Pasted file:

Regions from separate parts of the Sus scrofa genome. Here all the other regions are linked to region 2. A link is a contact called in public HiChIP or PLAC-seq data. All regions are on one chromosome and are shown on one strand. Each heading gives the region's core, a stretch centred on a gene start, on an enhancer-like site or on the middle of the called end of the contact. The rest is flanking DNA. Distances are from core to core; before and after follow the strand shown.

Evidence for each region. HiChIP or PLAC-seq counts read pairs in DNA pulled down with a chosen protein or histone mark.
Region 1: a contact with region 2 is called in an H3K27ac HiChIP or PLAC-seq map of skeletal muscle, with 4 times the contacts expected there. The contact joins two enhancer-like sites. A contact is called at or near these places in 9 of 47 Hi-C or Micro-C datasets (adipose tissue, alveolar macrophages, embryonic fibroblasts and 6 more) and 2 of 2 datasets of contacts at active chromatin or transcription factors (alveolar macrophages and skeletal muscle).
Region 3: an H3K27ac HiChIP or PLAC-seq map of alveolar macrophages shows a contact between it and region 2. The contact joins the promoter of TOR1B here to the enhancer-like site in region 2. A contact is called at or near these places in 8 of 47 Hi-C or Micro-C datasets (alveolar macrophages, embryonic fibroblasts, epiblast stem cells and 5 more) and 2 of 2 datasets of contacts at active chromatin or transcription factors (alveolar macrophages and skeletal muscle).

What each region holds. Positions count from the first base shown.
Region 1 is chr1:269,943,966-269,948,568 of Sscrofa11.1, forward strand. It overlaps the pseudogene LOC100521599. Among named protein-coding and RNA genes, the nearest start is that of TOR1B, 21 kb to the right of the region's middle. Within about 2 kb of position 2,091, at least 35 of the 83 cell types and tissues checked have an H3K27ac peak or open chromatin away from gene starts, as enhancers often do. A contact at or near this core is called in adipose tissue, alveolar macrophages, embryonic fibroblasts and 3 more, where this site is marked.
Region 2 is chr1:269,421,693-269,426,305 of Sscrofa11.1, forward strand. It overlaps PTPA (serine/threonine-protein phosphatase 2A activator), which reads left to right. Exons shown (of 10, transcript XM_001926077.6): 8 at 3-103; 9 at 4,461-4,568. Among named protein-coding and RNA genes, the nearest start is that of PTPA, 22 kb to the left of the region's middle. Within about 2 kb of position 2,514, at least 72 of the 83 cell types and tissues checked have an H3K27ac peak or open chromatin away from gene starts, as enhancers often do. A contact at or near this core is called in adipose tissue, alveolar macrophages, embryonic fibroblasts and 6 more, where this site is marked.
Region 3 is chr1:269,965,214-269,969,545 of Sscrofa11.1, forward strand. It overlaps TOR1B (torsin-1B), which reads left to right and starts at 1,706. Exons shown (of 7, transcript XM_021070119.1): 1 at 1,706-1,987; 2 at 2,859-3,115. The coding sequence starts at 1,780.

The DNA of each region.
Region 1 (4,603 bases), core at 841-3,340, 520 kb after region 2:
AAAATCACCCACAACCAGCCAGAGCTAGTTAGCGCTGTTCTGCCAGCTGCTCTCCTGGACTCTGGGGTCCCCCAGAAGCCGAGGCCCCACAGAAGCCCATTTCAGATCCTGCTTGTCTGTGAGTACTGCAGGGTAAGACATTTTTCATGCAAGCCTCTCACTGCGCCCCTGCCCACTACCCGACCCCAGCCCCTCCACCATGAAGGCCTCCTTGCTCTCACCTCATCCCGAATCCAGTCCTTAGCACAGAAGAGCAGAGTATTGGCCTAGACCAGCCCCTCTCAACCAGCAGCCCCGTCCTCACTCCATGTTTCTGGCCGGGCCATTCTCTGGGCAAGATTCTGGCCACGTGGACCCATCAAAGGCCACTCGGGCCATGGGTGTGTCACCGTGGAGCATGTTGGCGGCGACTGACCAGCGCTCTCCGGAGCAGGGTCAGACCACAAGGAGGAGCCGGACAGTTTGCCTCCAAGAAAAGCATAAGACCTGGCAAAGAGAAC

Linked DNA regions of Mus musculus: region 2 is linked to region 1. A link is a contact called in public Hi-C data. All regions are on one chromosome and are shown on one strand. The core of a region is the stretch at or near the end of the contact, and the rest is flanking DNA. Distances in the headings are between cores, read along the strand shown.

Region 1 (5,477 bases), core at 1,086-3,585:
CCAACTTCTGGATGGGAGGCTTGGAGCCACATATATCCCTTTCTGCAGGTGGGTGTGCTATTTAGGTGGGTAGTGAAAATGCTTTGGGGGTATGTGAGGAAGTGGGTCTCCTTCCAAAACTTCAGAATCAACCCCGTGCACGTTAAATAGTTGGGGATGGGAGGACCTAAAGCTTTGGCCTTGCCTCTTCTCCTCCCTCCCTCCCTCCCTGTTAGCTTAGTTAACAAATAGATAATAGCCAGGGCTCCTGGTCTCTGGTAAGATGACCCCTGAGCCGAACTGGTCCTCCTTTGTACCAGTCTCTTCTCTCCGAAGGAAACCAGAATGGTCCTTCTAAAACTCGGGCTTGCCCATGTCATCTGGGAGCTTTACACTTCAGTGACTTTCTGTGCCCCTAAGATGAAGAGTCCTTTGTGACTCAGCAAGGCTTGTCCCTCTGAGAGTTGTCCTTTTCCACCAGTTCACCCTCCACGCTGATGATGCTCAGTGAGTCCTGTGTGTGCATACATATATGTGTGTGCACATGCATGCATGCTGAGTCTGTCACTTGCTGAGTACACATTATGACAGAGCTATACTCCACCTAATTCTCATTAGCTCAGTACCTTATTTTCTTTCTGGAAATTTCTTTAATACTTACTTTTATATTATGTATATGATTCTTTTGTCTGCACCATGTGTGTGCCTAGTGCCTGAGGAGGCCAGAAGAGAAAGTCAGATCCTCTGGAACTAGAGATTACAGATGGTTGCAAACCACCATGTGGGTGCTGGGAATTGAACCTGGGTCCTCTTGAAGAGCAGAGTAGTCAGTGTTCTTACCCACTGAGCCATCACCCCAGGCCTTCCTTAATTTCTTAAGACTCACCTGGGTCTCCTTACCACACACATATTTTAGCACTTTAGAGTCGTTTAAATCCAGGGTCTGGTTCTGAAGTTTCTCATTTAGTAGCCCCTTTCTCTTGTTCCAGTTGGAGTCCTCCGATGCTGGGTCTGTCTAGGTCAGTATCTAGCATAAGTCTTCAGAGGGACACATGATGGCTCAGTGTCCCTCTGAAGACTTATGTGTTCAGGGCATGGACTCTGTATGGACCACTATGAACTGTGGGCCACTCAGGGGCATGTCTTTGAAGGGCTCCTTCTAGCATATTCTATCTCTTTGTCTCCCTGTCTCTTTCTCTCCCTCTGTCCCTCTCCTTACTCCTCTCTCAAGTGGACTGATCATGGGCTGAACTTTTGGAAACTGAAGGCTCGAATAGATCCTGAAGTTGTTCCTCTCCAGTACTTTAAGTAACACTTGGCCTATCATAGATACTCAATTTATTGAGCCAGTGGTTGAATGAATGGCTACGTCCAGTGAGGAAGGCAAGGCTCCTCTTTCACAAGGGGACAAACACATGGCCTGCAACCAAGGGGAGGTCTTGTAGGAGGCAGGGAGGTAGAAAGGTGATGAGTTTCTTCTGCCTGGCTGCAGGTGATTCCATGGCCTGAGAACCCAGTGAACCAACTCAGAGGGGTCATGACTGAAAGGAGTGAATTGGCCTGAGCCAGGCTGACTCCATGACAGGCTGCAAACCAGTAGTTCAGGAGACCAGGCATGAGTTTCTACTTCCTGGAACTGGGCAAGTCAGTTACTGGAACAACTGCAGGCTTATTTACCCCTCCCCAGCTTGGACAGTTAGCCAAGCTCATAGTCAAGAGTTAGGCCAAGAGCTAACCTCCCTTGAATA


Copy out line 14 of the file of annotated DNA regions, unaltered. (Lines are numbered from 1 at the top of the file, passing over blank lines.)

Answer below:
CCAACTTCTGGATGGGAGGCTTGGAGCCACATATATCCCTTTCTGCAGGTGGGTGTGCTATTTAGGTGGGTAGTGAAAATGCTTTGGGGGTATGTGAGGAAGTGGGTCTCCTTCCAAAACTTCAGAATCAACCCCGTGCACGTTAAATAGTTGGGGATGGGAGGACCTAAAGCTTTGGCCTTGCCTCTTCTCCTCCCTCCCTCCCTCCCTGTTAGCTTAGTTAACAAATAGATAATAGCCAGGGCTCCTGGTCTCTGGTAAGATGACCCCTGAGCCGAACTGGTCCTCCTTTGTACCAGTCTCTTCTCTCCGAAGGAAACCAGAATGGTCCTTCTAAAACTCGGGCTTGCCCATGTCATCTGGGAGCTTTACACTTCAGTGACTTTCTGTGCCCCTAAGATGAAGAGTCCTTTGTGACTCAGCAAGGCTTGTCCCTCTGAGAGTTGTCCTTTTCCACCAGTTCACCCTCCACGCTGATGATGCTCAGTGAGTCCTGTGTGTGCATACATATATGTGTGTGCACATGCATGCATGCTGAGTCTGTCACTTGCTGAGTACACATTATGACAGAGCTATACTCCACCTAATTCTCATTAGCTCAGTACCTTATTTTCTTTCTGGAAATTTCTTTAATACTTACTTTTATATTATGTATATGATTCTTTTGTCTGCACCATGTGTGTGCCTAGTGCCTGAGGAGGCCAGAAGAGAAAGTCAGATCCTCTGGAACTAGAGATTACAGATGGTTGCAAACCACCATGTGGGTGCTGGGAATTGAACCTGGGTCCTCTTGAAGAGCAGAGTAGTCAGTGTTCTTACCCACTGAGCCATCACCCCAGGCCTTCCTTAATTTCTTAAGACTCACCTGGGTCTCCTTACCACACACATATTTTAGCACTTTAGAGTCGTTTAAATCCAGGGTCTGGTTCTGAAGTTTCTCATTTAGTAGCCCCTTTCTCTTGTTCCAGTTGGAGTCCTCCGATGCTGGGTCTGTCTAGGTCAGTATCTAGCATAAGTCTTCAGAGGGACACATGATGGCTCAGTGTCCCTCTGAAGACTTATGTGTTCAGGGCATGGACTCTGTATGGACCACTATGAACTGTGGGCCACTCAGGGGCATGTCTTTGAAGGGCTCCTTCTAGCATATTCTATCTCTTTGTCTCCCTGTCTCTTTCTCTCCCTCTGTCCCTCTCCTTACTCCTCTCTCAAGTGGACTGATCATGGGCTGAACTTTTGGAAACTGAAGGCTCGAATAGATCCTGAAGTTGTTCCTCTCCAGTACTTTAAGTAACACTTGGCCTATCATAGATACTCAATTTATTGAGCCAGTGGTTGAATGAATGGCTACGTCCAGTGAGGAAGGCAAGGCTCCTCTTTCACAAGGGGACAAACACATGGCCTGCAACCAAGGGGAGGTCTTGTAGGAGGCAGGGAGGTAGAAAGGTGATGAGTTTCTTCTGCCTGGCTGCAGGTGATTCCATGGCCTGAGAACCCAGTGAACCAACTCAGAGGGGTCATGACTGAAAGGAGTGAATTGGCCTGAGCCAGGCTGACTCCATGACAGGCTGCAAACCAGTAGTTCAGGAGACCAGGCATGAGTTTCTACTTCCTGGAACTGGGCAAGTCAGTTACTGGAACAACTGCAGGCTTATTTACCCCTCCCCAGCTTGGACAGTTAGCCAAGCTCATAGTCAAGAGTTAGGCCAAGAGCTAACCTCCCTTGAATA